High satisfaction despite many off sick

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Service personnel are more often off due to long-term sickness than other onboard employees. Many of them enjoy their work, though. These are the results from a very recently published research study.
Maritime researchers Cecilia Österman and Carl Hult at the Marine Officer Academy in Kalmar studied sick leave, job satisfaction and working conditions of service personnel for the report entitled Service personnel’s work environment. The survey included 1,980 seafarers and shows that service personnel on ferries have the most negative experience of their work environment compared with other professional groups. The work is often heavy and full of stress, at the same time as they are expected to be polite and helpful to the passengers. It is also the group that has most long-term illness (60 days or more). The most frequent cause of absence is musculoskeletal injuries. During one evening a waitress may carry up to six kilograms of food, drink and porcelain to each table. The glass trays in the cafés can weigh over ten kilograms each, and one of the participants in the current research study working in the à la carte section had measured over 20 kilometres with a step counter during one shift.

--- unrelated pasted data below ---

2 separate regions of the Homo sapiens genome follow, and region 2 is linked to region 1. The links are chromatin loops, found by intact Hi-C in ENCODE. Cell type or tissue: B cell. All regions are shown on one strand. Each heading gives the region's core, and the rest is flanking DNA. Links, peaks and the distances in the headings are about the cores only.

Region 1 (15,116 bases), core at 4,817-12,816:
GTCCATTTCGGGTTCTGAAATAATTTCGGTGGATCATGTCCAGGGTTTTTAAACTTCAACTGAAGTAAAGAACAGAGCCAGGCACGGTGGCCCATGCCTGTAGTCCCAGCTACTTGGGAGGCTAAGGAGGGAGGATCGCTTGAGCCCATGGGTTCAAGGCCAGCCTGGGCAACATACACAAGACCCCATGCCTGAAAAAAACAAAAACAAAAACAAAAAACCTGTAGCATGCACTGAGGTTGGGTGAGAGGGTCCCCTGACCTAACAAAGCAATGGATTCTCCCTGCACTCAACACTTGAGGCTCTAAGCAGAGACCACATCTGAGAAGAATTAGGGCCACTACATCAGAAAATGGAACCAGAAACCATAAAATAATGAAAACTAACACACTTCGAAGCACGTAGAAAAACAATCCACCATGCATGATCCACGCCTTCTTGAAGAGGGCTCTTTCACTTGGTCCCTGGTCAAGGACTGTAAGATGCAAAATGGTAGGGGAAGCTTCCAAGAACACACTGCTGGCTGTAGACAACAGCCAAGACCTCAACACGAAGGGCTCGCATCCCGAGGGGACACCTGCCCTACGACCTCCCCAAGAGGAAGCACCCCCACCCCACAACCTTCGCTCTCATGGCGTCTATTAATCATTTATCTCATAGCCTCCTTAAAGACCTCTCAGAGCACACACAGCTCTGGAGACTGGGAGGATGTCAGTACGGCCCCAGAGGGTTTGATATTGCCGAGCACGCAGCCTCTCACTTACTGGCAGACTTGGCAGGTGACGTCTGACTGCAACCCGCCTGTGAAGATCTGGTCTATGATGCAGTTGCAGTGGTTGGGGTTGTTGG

Psychological problems also lie behind the high rate of sick leave, which are more common among service personnel than other departments on board. One of the reasons may be the lack of time for recovery, the researchers believe.
“In the past when they closed the restaurant for the evening the personnel could wind down a little, clear up things and prepare breakfast for the following day,” says Cecilia Österman. “These days they have to fix everything as quickly as possible and then go to the bars to help with the serving.”
The study also shows that staff shortages are most widespread in the service department. Almost 40% think that the manning level is insufficient compared with just over 20% in other departments.
But despite the problems and high sickness rate, there are many who are happy with their work. They feel respected by their colleagues and believe that cooperation between the departments works reasonably well. According to the questionnaire responses, over 80% are satisfied with their work at sea. The highest rating comes from the age group 55 or over, where almost nine out of ten are satisfied.
“There may be a kind of self-regulation where those who don’t enjoy working on board quit,” says Carl Hult. When people approach 40, only the ones that have learned to manage life at sea and enjoy working on board are left.
According to the study, health factors that reduce the risk of ill health and time off sick include
• Time for rest
• Adequate staffing
• Managers who fix problems
• Good relations between departments
• Good air quality
In the fatigue index that the researchers used in the study, those without any of the above health factors had a value of 80 on a scale from 0 to 100. For each positive action taken, the value falls. Those with all the health factors had a value of 50, which is considered to be an acceptable level.
Linda Sundgren

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